An arched opening along the left wall of the great room leads past a storage closet to a two-section bathroom flanked by two bedrooms. The rear bedroom has a direct bathroom entry, plus a walk-in closet. Two more storage closets are outside the bathroom.

Access to the owners’ suite is through an arched opening on the left side of the entry hall. Double doors next to it open into a den that could also be a home office, hobby room, or what ever you like. Suite features include an large walk-in closet, and a bathroom with a walk-in shower, double vanity and private toilet.

Entering via the two-car garage, you pass a powder room, a fully outfitted utility room, and coat closet, before feeding into the main entry hallway.

20th Aug, 2015
Blog, New Home Plans

Cottage House Plan, New Home Plan, Afton 30-993

Nostalgic Craftsman are apparent on the Afton, our newest Cottage-style home design. A graceful arched transom caps the larger window below the gable on the left. To add balance, a row of small windows runs across the garage door beneath the right side gable.

Natural light flows into the entry through a sidelite. Secondary bedrooms and a bathroom are to the left. A  coat closet is at the end of the entry hall, just before it opens into the great room at the rear of the home.

Windows fill most of the rear wall in the combination living and dining room. The gas fireplace is a warm, bright focal point on the other side. In the opposite corner, sliding glass doors access the covered patio. The step-saving kitchen is open to the great room across a peninsula eating bar. A large walk-in pantry boosts the kitchen’s storage capacity.

Well-isolated from the other bedrooms, the owners’ suite features a walk-in closet and a two-section bathroom. 

18th Aug, 2015
Articles, Blog

Incorporating a fireplace can bring both comforting and practical additions to your home. Whether you desire a fireplace unit out of heating necessity or simply to give your house a homier feel, there are a few factors to consider when selecting the type of fireplace for your home. From the three most common fireplace setups, which include woodburning, gas, and pellet stoves, some of these factors include ambiance, installation, heat production and cost effectiveness. Weighing the importance of these will help determine which unit is best for your home.

Masonry and Wood Burning Fireplace

Masonry or Wood Fireplace

Arguably the most classic fireplace set up, a woodburning unit has both its perks and downfalls. Their biggest plus is the ambiance they provide; the smell of burning wood, crackling sounds, firework-like sparks and dancing yellow and orange flames make for a particularly cozy and nostalgic feel to a home. With controlled combustion units, doors can either be left open in order to enjoy these cozy perks or they can be stocked with wood and left closed to make the most of the heat they produce. However, old houses with old masonry fireplaces aren’t very efficient. For these homes, a fireplace insert is a beneficial idea. These units are designed to fit into an existing masonry fireplace spot. These units additionally require chimney maintenance and regular cleaning. In woodburning fireplaces favor, fire wood is highly available in stores and easily harvestable by hand in more rural areas. They also serve as convenient places to burn combustible litter such as newspaper and small twigs.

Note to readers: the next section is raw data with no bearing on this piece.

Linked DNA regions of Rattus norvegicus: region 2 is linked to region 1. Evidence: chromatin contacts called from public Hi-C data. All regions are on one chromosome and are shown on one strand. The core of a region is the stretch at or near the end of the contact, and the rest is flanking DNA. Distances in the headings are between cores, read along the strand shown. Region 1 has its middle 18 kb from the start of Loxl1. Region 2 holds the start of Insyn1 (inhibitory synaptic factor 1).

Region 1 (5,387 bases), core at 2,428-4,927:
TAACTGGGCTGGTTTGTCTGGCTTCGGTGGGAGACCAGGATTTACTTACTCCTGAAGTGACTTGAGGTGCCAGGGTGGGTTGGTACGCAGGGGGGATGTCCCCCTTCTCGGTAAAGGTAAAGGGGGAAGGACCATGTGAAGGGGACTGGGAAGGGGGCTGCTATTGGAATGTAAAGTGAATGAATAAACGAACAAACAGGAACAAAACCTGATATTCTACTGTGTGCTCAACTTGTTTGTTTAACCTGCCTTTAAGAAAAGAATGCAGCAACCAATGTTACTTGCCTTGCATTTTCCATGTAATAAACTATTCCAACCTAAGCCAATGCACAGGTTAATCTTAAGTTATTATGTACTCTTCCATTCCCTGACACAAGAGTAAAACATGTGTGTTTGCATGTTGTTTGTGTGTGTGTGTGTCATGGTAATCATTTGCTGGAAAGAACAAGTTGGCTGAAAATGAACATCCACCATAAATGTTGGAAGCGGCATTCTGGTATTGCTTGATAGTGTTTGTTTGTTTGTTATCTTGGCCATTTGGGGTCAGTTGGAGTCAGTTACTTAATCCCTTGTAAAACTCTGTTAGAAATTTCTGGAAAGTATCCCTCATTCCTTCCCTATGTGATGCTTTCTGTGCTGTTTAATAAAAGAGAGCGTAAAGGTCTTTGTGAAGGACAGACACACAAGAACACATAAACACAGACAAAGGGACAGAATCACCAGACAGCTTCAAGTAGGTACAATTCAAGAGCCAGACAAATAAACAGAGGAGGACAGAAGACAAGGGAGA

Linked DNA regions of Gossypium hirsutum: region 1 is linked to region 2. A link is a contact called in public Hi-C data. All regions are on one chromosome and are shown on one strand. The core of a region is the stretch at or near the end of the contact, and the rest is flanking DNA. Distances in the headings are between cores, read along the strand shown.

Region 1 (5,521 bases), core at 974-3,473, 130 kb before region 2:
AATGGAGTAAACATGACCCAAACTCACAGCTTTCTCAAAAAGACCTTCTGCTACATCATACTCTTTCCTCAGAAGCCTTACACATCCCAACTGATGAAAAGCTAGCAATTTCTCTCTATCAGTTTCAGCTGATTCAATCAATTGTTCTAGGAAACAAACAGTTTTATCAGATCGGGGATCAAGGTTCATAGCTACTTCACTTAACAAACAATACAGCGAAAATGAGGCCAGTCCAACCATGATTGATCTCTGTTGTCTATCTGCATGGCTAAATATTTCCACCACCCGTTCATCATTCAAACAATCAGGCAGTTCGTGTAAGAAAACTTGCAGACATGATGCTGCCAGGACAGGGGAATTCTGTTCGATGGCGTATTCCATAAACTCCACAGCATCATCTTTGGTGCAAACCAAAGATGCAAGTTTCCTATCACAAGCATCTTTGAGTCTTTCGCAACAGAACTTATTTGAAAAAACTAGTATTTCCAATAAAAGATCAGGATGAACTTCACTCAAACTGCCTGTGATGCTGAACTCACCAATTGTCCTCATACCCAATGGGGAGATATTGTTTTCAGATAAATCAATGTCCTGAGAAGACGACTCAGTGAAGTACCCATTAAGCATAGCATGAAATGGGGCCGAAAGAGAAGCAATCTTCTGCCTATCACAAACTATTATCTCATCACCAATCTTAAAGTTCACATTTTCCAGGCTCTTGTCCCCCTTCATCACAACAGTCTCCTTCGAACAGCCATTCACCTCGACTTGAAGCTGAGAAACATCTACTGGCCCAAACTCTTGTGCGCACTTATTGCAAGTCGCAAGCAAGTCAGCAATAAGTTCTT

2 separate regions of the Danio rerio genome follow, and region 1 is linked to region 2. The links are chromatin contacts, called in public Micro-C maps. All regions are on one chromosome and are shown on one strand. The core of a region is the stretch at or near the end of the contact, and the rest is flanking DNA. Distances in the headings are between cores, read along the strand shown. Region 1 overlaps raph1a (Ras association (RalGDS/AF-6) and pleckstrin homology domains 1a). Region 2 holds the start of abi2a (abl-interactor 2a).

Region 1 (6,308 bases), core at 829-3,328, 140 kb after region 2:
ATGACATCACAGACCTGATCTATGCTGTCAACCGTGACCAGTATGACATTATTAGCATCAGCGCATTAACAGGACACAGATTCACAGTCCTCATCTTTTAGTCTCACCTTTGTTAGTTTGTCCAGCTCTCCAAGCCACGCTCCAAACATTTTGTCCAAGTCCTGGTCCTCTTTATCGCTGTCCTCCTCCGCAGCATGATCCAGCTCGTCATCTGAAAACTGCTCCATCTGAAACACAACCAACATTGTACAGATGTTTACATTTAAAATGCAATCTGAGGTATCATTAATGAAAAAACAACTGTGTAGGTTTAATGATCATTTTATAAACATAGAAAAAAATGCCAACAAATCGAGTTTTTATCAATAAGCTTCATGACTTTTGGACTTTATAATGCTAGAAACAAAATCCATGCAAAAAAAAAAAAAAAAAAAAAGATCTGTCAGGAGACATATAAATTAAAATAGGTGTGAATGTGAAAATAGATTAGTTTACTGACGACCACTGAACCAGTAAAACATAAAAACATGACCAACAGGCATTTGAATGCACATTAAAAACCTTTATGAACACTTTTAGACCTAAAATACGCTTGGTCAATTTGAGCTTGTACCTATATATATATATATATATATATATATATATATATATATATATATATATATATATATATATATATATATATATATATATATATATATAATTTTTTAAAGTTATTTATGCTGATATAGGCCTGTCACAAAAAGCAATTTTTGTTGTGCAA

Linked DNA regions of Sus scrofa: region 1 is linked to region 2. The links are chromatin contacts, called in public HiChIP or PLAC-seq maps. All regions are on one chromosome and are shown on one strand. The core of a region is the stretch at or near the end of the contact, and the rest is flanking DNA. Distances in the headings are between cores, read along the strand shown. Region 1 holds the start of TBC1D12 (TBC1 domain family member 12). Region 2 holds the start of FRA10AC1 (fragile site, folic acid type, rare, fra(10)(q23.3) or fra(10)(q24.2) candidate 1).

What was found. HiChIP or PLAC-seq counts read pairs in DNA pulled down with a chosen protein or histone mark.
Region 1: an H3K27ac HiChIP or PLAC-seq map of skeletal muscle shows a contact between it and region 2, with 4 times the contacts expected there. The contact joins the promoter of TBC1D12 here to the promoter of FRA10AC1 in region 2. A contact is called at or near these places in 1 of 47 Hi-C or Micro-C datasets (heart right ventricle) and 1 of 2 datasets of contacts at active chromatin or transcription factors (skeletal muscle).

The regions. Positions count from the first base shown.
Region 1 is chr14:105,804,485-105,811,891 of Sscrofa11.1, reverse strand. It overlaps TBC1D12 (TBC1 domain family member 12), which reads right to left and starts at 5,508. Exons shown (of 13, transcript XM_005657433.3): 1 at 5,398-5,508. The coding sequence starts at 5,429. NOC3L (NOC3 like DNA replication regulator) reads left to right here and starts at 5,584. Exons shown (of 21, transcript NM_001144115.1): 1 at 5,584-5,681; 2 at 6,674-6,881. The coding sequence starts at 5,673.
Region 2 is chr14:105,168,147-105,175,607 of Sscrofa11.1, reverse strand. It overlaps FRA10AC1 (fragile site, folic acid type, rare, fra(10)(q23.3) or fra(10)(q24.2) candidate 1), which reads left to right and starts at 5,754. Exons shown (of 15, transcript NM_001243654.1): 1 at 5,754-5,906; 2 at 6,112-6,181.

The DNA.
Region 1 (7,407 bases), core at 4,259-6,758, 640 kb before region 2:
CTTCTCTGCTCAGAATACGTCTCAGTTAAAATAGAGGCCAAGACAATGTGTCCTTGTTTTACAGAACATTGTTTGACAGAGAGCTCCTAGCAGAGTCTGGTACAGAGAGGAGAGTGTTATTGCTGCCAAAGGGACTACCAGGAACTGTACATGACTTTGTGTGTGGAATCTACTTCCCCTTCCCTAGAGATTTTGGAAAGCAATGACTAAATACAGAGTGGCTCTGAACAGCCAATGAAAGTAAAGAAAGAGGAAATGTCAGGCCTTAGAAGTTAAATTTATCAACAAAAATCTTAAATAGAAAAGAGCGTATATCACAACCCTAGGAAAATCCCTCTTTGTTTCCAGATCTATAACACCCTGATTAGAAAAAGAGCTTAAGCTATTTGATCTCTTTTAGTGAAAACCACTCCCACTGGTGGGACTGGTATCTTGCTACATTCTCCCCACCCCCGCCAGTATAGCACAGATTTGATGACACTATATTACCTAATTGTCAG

Gas Fireplace

The main advantage of gas fireplaces is their convenience. Gas units can be controlled by a remote control or control unit on the wall and are easily installed in odd spaces within the home including walls and corners, whereas woodburning fireplaces are much more restricted. Additionally, while the relative cost of units (wood vs gas) is the same, gas stoves don’t have the cost of chase needed by the chimney for a wood stove. It also doesn’t have the hassle of cleaning and supplying fuel like a wood stove does. Rather, a gas fireplace functions hands free. They come in many versatile styles and many units even feature aesthetic such as fake logs to mimic the ambiance of a woodburning fireplace.

Pellet Stove

Pellet stoves, which take fuel that comes in the form of small pellets made of wood and sawdust, are an additional option for homeowners. These units don’t necessarily require a chimney because they can be ventilated through a small hole in the wall, making them easy to install anywhere, similar to the gas fire places. A downfall to these units is that pellets can be harder to come by than wood logs because they are not necessarily manufactured and sold everywhere, whereas firewood can be found almost anywhere, hand-picked or store bought. However, while pellets may be less readily available and cost slightly more than wood, they do burn longer and have easier clean up.